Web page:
Pathfinder has the same cover and concealment rules that all d20 variants have. Learn them and use them, especially partial/improved cover. Same with the terrain, vision and light, conditions, etc. rules. You need to become really familiar with most of those kinds of sections and be applying them all the time, not on an exception basis. Heck, even if you're shooting someone in the same motel room, do you see ALL of them? Or is enough of them behind a bed, tv, etc. that at least a small cover bonus is merited? You should be using Perception an awful lot. One of the distinctive elements of firearm combat is how hard it is to see all your foes and everything that's going on. Exert these rules to the utmost - and when in doubt, give defensive bonuses. If cover and concealment bonuses are so piddly compared to to hit bonuses that no one cares, they won't take cover - make sure defensive stuff helps. It's OK for most shots to miss. Strongly consider not sharing much information with the PCs, like whether they hit a foe or not (let them have a Perception check, but don't just say "ah yes you hit and do 10 points of damage" or "he is definitely down and dead") - this forces them to be careful and double-check what's going on.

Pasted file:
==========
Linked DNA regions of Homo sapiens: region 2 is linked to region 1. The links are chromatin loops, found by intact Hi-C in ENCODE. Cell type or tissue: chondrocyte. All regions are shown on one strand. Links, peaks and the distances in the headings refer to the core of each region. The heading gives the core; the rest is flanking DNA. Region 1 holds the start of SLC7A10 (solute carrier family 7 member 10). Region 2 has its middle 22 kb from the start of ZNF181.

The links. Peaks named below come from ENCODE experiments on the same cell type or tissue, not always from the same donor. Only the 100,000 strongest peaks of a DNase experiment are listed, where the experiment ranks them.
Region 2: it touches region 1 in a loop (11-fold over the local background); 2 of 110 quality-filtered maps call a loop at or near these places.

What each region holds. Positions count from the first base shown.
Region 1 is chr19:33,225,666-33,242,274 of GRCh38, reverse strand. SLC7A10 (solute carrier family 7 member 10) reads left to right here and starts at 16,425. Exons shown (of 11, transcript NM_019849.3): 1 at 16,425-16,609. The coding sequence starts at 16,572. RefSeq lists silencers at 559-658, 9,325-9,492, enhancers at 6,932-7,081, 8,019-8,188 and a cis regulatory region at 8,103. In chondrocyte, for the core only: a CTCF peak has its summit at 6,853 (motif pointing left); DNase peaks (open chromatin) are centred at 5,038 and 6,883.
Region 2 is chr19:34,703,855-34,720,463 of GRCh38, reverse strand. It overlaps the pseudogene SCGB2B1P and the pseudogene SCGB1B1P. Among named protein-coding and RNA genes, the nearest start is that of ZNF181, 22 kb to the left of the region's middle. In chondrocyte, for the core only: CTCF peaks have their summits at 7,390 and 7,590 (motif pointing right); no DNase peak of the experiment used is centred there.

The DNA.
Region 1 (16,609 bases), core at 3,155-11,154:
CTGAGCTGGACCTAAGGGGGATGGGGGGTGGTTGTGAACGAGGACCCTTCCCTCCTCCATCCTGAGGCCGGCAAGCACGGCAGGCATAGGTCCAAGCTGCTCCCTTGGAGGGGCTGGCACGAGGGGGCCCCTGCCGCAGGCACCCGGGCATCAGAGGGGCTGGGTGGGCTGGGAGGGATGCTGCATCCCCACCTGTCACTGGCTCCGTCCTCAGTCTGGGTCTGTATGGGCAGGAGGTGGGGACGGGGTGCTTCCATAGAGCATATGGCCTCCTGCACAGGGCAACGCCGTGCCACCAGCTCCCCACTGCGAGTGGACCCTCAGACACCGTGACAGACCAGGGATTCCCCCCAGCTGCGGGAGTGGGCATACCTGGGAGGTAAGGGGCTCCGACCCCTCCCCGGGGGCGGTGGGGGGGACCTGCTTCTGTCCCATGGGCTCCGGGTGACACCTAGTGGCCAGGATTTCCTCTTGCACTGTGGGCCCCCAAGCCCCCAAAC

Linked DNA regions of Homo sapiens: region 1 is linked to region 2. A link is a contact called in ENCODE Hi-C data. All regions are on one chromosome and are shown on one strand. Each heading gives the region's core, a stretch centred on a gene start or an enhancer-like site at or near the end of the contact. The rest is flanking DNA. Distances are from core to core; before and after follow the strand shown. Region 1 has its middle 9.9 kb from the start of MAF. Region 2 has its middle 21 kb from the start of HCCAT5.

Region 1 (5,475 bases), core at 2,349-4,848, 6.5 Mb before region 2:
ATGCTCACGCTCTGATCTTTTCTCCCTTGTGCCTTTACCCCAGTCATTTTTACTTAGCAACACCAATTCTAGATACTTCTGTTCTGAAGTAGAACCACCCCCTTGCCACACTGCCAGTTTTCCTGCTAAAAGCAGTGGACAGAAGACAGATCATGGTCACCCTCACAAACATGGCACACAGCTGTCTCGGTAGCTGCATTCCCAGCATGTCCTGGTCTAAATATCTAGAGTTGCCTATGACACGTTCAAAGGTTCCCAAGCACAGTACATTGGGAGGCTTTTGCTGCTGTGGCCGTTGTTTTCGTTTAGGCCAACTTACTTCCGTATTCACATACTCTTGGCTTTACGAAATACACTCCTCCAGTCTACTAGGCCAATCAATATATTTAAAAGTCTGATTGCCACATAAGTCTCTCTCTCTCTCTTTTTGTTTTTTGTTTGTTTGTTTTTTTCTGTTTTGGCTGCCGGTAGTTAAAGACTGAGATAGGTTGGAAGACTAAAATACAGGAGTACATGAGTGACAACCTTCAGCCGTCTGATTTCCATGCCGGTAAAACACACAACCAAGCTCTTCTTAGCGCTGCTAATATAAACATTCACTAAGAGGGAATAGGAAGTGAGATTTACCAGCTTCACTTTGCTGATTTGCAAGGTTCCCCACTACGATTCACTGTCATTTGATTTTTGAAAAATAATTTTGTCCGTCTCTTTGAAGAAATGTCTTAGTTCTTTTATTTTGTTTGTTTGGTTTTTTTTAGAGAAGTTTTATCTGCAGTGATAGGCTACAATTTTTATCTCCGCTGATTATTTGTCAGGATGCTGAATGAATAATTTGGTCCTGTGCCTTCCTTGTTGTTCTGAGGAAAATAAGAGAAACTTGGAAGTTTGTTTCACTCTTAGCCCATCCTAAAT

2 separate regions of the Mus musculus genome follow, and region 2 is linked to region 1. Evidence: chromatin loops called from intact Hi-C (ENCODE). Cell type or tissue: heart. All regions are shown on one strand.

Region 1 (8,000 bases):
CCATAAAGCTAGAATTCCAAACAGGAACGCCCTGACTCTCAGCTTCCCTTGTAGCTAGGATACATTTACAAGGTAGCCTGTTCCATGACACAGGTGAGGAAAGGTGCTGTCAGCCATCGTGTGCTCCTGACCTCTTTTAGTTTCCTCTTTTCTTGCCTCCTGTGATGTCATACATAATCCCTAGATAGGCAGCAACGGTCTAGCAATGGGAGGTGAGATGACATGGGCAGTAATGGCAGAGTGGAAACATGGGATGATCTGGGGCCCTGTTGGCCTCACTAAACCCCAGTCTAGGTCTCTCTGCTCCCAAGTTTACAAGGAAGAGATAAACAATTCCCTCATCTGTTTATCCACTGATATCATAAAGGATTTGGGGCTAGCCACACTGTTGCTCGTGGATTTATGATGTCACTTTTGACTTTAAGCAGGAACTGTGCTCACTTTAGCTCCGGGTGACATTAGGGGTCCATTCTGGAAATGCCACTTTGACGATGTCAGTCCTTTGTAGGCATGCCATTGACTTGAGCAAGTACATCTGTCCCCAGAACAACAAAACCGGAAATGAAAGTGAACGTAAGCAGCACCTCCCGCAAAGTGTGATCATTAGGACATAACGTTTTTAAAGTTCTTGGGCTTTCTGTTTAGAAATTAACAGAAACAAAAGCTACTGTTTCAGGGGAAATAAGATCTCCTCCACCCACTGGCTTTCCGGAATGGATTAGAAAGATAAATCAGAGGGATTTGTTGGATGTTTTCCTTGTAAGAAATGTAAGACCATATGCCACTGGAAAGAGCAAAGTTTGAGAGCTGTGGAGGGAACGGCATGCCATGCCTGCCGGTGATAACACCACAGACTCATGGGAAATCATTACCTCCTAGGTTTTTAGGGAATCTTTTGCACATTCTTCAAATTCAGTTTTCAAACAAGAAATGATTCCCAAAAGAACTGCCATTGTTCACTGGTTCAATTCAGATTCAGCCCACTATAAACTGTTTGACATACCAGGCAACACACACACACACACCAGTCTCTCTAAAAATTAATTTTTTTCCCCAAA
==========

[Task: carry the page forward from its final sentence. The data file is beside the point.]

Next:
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All the answers thus far have been amazing. But this is the closest to the mark. We have already decided what system we are going to use (Pathfinder) and I have already implemented E6 for this and other reasons. I wondering specifically about the cover rules and how to use them in a Pathfinder game for a tactical firefight. Not sharing all the information is really important and a great tip. My only other question then would be that, with the cover rules as written, there doesn't seem to be a way for a character to fire from around a corner. Ideas? –  Josh Nov 26 '11 at 3:45